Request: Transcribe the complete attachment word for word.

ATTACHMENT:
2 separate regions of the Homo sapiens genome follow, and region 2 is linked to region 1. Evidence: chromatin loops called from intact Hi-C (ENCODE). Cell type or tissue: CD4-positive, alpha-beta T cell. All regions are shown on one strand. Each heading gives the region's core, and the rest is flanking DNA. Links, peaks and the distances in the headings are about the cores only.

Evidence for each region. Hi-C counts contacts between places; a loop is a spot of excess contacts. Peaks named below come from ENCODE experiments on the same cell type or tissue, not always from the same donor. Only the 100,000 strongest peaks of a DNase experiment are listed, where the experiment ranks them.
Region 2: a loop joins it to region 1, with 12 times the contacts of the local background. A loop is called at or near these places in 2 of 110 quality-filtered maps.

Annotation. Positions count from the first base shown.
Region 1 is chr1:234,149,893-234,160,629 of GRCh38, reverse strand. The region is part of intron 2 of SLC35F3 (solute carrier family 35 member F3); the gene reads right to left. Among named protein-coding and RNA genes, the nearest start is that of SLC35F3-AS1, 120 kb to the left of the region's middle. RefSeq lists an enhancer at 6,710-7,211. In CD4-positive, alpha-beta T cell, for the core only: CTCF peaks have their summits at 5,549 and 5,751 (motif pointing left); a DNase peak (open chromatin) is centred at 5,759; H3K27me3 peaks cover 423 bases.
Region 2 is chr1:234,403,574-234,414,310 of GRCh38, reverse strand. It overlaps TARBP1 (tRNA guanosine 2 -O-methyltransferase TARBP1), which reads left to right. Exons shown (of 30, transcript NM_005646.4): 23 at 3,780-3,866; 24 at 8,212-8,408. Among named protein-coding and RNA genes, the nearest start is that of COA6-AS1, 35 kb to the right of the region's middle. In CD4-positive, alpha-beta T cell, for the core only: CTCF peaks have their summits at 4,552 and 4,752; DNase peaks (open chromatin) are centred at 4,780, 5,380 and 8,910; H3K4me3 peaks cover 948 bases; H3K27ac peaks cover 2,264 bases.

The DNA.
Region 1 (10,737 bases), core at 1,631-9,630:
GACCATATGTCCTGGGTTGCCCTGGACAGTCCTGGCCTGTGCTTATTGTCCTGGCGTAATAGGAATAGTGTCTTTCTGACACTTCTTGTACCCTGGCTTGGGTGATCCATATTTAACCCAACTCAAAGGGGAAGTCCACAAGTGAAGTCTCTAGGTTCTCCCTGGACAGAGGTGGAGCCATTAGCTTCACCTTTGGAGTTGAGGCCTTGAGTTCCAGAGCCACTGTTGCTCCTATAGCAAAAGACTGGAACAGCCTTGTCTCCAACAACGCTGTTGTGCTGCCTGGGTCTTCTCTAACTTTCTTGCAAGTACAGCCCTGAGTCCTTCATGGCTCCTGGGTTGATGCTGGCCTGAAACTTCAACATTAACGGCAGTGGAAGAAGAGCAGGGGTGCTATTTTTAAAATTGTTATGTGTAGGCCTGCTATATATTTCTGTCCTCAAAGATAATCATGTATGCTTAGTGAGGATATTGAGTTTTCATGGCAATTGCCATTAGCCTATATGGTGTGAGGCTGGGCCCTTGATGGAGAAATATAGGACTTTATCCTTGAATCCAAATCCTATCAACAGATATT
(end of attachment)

2 separate regions of the Homo sapiens genome follow, and region 2 is linked to region 1. Evidence: chromatin loops called from intact Hi-C (ENCODE). Cell type or tissue: CD4-positive, alpha-beta T cell. All regions are shown on one strand. Each heading gives the region's core, and the rest is flanking DNA. Links, peaks and the distances in the headings are about the cores only.

Evidence for each region. Hi-C counts contacts between places; a loop is a spot of excess contacts. Peaks named below come from ENCODE experiments on the same cell type or tissue, not always from the same donor. Only the 100,000 strongest peaks of a DNase experiment are listed, where the experiment ranks them.
Region 2: a loop joins it to region 1, with 12 times the contacts of the local background. A loop is called at or near these places in 2 of 110 quality-filtered maps.

Annotation. Positions count from the first base shown.
Region 1 is chr1:234,149,893-234,160,629 of GRCh38, reverse strand. The region is part of intron 2 of SLC35F3 (solute carrier family 35 member F3); the gene reads right to left. Among named protein-coding and RNA genes, the nearest start is that of SLC35F3-AS1, 120 kb to the left of the region's middle. RefSeq lists an enhancer at 6,710-7,211. In CD4-positive, alpha-beta T cell, for the core only: CTCF peaks have their summits at 5,549 and 5,751 (motif pointing left); a DNase peak (open chromatin) is centred at 5,759; H3K27me3 peaks cover 423 bases.
Region 2 is chr1:234,403,574-234,414,310 of GRCh38, reverse strand. It overlaps TARBP1 (tRNA guanosine 2 -O-methyltransferase TARBP1), which reads left to right. Exons shown (of 30, transcript NM_005646.4): 23 at 3,780-3,866; 24 at 8,212-8,408. Among named protein-coding and RNA genes, the nearest start is that of COA6-AS1, 35 kb to the right of the region's middle. In CD4-positive, alpha-beta T cell, for the core only: CTCF peaks have their summits at 4,552 and 4,752; DNase peaks (open chromatin) are centred at 4,780, 5,380 and 8,910; H3K4me3 peaks cover 948 bases; H3K27ac peaks cover 2,264 bases.

The DNA.
Region 1 (10,737 bases), core at 1,631-9,630:
GACCATATGTCCTGGGTTGCCCTGGACAGTCCTGGCCTGTGCTTATTGTCCTGGCGTAATAGGAATAGTGTCTTTCTGACACTTCTTGTACCCTGGCTTGGGTGATCCATATTTAACCCAACTCAAAGGGGAAGTCCACAAGTGAAGTCTCTAGGTTCTCCCTGGACAGAGGTGGAGCCATTAGCTTCACCTTTGGAGTTGAGGCCTTGAGTTCCAGAGCCACTGTTGCTCCTATAGCAAAAGACTGGAACAGCCTTGTCTCCAACAACGCTGTTGTGCTGCCTGGGTCTTCTCTAACTTTCTTGCAAGTACAGCCCTGAGTCCTTCATGGCTCCTGGGTTGATGCTGGCCTGAAACTTCAACATTAACGGCAGTGGAAGAAGAGCAGGGGTGCTATTTTTAAAATTGTTATGTGTAGGCCTGCTATATATTTCTGTCCTCAAAGATAATCATGTATGCTTAGTGAGGATATTGAGTTTTCATGGCAATTGCCATTAGCCTATATGGTGTGAGGCTGGGCCCTTGATGGAGAAATATAGGACTTTATCCTTGAATCCAAATCCTATCAACAGATATT